What are Whistlers?. A whistler is an electromagnetic radio wave that when converted to sound is usually experienced as a descending tone.
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What are Whistlers?
Although a whistler is an EM wave, it is a very low frequency wave, much lower than what we normally think of for a radio wave. It is so low that little more than a long wire and audio amplifier is needed to pick it up.
World War I
L. R. Owen Storey first worked out the origin of whistlers in 1952 for his PhD thesis at Cavendish Laboratory University of Cambridge
Owen’s Quite Unpopular Answer:
Ionosphere can typically only produce D ~ 2 s1/2
while dispersions of D ~ 60 s1/2 are measured.
WORSE: H. J. A. Ratcliffe, Owen’s thesis adviser, presents his results at the 1952 URSI meeting in Sydney, but notes Owen’s theoretical interpretation is probably wrong.
“The Father of Whistler Research”
mid – 1950’s
Donald Carpenter, 1963
Discovers the Plasmapause from ground whistlers
Konstantin Gringauz, 1959
Makes the first in-space measurements of the plasmasphere from Luna 2
Since EM whistlers waves travel very great distances, you would expect their strength to fall rapidly as the waves spread out.
That does not happen, because small irregularities in the density of ionized gas (plasma) guides and confines the energy to narrow channels that maintain the strength of the wave until some is passed into the opposite hemisphere and some is reflected back.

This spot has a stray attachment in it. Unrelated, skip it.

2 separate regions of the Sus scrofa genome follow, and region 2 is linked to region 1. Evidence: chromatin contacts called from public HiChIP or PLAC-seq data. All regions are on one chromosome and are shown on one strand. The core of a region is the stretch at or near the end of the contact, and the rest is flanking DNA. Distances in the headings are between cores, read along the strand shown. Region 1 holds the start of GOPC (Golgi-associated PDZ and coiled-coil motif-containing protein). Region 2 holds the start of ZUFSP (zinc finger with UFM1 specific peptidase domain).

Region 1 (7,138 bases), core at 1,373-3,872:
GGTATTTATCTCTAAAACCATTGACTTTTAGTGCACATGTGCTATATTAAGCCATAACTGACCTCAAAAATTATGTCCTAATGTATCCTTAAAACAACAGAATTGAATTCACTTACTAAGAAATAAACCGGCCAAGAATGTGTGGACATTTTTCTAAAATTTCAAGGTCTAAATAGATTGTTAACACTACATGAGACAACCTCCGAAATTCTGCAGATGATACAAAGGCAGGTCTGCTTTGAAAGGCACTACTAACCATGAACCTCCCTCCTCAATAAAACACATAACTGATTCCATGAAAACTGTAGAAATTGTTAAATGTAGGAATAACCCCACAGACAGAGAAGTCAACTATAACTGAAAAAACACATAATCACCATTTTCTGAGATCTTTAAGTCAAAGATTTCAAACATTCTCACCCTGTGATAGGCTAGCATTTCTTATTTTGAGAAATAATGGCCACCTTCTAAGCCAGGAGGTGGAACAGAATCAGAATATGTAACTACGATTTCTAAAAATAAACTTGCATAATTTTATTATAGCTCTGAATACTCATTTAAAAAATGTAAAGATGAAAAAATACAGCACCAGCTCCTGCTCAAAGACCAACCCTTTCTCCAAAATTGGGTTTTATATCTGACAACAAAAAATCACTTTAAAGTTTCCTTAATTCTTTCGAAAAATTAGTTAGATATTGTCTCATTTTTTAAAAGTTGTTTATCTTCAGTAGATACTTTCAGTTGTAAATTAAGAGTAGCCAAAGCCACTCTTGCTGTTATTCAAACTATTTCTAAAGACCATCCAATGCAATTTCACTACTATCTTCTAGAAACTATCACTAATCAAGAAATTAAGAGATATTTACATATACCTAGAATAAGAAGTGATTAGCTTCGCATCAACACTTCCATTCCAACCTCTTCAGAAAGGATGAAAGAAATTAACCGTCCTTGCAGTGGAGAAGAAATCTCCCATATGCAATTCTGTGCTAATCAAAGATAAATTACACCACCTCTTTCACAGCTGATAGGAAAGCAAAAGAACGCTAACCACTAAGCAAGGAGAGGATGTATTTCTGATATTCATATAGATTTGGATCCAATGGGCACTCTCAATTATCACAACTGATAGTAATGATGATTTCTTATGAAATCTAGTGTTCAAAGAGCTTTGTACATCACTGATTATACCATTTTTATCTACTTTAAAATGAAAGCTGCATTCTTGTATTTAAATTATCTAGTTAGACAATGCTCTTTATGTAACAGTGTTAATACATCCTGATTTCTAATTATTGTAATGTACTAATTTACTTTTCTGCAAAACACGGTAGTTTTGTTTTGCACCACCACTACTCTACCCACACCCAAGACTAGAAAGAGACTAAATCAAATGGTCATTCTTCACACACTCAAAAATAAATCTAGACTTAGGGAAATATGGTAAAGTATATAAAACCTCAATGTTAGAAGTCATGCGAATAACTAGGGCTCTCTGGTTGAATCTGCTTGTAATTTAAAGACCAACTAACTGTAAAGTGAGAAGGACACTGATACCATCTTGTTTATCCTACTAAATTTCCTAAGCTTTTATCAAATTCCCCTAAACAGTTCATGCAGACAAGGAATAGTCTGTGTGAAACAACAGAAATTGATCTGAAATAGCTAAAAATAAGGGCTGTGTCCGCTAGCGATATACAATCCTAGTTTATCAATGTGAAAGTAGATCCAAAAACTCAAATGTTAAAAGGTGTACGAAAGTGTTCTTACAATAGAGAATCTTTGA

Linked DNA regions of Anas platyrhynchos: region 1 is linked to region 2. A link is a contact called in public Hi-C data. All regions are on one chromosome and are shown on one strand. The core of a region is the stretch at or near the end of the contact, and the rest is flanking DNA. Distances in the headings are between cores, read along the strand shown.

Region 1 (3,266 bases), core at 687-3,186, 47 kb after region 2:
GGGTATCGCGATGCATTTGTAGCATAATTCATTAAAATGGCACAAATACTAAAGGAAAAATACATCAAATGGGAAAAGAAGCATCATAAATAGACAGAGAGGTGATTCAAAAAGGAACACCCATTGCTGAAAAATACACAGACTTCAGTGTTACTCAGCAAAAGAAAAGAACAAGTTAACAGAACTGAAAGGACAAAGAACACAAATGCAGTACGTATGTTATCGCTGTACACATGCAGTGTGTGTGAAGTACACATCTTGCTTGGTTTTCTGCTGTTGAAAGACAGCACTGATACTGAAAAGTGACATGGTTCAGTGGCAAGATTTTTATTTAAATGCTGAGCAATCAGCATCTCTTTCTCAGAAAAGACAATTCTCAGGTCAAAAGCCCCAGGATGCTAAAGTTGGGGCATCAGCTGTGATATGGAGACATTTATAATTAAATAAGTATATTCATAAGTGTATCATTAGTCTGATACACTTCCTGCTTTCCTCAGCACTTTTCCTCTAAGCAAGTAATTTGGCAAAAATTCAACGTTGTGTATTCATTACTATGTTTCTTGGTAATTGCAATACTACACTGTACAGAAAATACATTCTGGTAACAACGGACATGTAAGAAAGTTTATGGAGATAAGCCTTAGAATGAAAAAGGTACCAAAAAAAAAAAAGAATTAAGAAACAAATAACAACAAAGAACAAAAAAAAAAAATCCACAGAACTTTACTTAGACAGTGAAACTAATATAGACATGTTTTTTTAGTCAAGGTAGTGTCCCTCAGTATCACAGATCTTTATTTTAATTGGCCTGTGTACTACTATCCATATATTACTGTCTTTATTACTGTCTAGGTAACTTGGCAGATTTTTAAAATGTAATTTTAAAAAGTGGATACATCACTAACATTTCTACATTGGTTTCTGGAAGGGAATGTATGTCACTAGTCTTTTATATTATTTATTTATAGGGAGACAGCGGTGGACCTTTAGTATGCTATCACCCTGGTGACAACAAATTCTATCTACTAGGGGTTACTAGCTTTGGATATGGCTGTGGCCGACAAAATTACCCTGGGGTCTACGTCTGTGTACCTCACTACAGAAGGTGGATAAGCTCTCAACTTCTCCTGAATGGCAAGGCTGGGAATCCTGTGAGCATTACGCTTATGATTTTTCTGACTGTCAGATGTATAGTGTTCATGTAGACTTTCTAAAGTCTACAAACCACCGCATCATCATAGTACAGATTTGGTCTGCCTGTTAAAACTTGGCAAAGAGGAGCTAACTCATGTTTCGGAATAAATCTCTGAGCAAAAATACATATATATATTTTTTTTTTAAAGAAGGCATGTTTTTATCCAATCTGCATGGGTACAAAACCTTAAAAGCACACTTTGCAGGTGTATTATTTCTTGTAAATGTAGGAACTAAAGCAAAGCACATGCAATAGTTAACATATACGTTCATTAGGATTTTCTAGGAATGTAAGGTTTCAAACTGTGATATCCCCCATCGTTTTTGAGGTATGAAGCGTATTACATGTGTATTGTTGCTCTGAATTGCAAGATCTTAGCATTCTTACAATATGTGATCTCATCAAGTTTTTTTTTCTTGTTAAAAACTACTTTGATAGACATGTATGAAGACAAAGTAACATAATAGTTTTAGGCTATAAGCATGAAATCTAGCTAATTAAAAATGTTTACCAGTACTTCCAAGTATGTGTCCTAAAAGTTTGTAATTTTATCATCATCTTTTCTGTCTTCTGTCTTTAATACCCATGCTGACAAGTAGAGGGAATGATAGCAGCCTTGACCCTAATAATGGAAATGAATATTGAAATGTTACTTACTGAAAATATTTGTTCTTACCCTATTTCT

You may know that the speed sound travels is different for different types of medium and state of matter or phase.
vsolids > vliquids > vgases
In Air: v = 331 m/s + (0.6 m/s/C)*T
(at 20oC it is 343 m/s)
In Water at 20oC it is 1483 m/s,
while in structural steel is it 4512 m/s
In a dispersive medium waves of different frequency have different wavelengths and consequently move with different speeds.
For Whistler Electromagnetic Waves the dispersion equation is:
(Or just check out the slinky)
Dispersion effect weighted toward equatorial densities
Carpenter & Smith 1964
Well… Really just to make one point. A whistler sounds the way it does, because of how things are in space near the Earth. Anyone can pick up whistlers with a low frequency radio receiver. You know how a sound is different when you hear it outside as compared to in a small room or in a large auditorium. To hear the sound is to also experience the environment where you hear it. Hearing whistlers allows us to experience a small part of space near Earth that is also like that near Jupiter, Saturn, and elsewhere in the universe. It is beautiful to hear and a tool for exploring the universe.
Space is Accessible!
Burton and Boardman Introduced the Sound Spectrograph in 1930